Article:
Tumi is Peru's national symbol at present time, but was largely used by sun worshipping cultures such as Inca and pre-Inca cultures that flourished in ancient Peru.
With a distinctive semi-circular blade, they were made of gold-alloy, bronze, cooper or silver-alloy. During Inca times for instance, it was used by the High priest to sacrifice a llama in the Inty Raymi celebration.
Incas considered themselves to be descendants of the sun god - Apu Inti - and every year on the 24th of June they would celebrate Inti Raymi to thank Apu Inti for the abundant crops - potato, maize, etc- or ask for a better one the next season. Inti Raymi is still annually held at Cuzco, Peru, being one of the biggest popular celebrations in South America, second only to the most famous carnival in Brazil, held at Rio de Janeiro.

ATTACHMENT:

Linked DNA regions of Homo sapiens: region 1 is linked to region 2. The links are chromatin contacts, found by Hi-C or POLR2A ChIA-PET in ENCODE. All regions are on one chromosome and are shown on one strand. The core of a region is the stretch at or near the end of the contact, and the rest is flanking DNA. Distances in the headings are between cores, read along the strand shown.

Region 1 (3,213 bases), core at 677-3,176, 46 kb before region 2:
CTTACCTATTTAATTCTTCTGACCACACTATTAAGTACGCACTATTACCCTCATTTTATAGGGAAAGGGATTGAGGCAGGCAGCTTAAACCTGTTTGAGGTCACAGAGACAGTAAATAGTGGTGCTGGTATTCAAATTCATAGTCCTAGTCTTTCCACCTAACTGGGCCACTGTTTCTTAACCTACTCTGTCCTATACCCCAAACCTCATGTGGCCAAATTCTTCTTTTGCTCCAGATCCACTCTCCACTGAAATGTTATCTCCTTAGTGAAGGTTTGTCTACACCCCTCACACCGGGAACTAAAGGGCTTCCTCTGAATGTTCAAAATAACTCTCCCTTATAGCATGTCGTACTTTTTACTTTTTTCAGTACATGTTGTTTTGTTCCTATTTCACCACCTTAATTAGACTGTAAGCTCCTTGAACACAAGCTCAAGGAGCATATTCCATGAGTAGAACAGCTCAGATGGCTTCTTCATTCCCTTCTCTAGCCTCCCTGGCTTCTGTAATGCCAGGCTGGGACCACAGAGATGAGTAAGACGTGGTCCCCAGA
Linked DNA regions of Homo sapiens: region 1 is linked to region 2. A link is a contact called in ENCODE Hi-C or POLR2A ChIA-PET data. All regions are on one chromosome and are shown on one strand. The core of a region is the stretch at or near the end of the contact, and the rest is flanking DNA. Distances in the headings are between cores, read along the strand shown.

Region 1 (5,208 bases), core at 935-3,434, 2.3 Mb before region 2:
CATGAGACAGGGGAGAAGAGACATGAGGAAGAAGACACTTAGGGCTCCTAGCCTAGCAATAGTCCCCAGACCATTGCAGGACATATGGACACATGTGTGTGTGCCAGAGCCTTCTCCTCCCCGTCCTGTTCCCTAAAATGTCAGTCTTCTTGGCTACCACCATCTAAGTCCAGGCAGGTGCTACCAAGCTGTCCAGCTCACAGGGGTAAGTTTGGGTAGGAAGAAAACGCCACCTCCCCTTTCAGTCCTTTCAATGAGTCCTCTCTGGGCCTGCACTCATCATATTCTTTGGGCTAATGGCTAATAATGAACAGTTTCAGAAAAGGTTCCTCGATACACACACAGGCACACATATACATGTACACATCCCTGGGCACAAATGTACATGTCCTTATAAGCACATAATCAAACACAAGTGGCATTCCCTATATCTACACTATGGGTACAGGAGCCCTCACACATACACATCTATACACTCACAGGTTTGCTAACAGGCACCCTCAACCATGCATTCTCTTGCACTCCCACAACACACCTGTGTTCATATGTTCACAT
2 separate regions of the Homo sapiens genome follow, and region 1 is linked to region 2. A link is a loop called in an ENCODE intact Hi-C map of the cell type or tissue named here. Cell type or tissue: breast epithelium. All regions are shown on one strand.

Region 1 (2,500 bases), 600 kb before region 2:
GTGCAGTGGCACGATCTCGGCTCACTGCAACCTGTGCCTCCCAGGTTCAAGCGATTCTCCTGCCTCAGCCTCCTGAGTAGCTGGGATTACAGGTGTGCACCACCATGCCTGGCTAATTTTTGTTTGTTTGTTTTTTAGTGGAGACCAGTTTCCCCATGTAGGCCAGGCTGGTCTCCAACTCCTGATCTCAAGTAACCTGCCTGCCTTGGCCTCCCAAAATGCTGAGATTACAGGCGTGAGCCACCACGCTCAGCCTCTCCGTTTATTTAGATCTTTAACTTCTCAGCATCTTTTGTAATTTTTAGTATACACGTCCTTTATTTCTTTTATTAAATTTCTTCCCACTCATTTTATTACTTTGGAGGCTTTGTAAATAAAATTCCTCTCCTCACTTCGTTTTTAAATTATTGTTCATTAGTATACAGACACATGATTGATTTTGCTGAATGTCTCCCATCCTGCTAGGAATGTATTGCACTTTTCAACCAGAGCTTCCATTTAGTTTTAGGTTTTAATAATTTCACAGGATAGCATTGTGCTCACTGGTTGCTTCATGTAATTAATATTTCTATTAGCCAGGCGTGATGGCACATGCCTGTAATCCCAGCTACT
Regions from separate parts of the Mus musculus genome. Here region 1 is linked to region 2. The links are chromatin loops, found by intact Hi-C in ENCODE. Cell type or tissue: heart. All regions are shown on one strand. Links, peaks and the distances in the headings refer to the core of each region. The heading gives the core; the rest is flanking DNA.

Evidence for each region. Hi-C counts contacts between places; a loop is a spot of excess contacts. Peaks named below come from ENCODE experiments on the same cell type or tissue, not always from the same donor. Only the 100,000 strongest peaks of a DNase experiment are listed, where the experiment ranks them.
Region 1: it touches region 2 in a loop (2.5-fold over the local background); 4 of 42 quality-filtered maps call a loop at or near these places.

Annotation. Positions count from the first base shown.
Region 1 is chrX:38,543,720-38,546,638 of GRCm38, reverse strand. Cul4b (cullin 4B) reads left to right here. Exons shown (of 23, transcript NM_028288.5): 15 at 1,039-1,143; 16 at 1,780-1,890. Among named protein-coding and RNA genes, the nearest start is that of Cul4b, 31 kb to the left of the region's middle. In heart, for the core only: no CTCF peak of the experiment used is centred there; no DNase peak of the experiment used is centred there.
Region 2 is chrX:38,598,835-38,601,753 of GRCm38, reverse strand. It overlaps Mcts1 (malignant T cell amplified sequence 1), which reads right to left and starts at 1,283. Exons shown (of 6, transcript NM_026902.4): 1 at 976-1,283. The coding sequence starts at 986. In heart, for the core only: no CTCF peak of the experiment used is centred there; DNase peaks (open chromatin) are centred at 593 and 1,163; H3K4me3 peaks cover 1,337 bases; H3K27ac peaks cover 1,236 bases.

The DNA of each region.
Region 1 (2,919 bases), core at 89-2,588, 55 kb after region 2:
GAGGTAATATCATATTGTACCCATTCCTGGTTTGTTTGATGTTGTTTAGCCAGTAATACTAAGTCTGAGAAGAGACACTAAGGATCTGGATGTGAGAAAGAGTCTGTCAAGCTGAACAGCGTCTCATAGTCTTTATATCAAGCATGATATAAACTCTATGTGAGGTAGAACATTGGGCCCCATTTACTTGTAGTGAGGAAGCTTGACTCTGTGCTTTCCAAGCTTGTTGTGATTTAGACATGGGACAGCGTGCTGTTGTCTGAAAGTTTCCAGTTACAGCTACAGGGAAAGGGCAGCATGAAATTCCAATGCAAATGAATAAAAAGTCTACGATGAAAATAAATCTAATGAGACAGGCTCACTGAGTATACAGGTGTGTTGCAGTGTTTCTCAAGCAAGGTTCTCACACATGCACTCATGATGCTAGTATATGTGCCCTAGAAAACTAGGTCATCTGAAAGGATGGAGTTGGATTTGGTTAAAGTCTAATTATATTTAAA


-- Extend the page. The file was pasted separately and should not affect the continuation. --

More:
Until recently, they were only studied by archaeologists through looted pieces recovered from grave robbers, but never in context, scientifically studied.
In 2006, a major discovery changed that, when a burial site of the pre-Inca nobility of Sican was found in Ferrañafe, not far from Chimbote, some 700 km to the North of Lima.
Several tumis were unearthed then, made in an alloy of cooper, silver and gold.
The Sican developed a sophisticated metalworking techniques and are believed to be descendants of the Moche or Mochica culture...remember Sipan?
Sican flourished in Northern Peru between AD 750-1375 and reached their peak between 900 and 1100 AD, around 100 years before the Incas rose to prominence.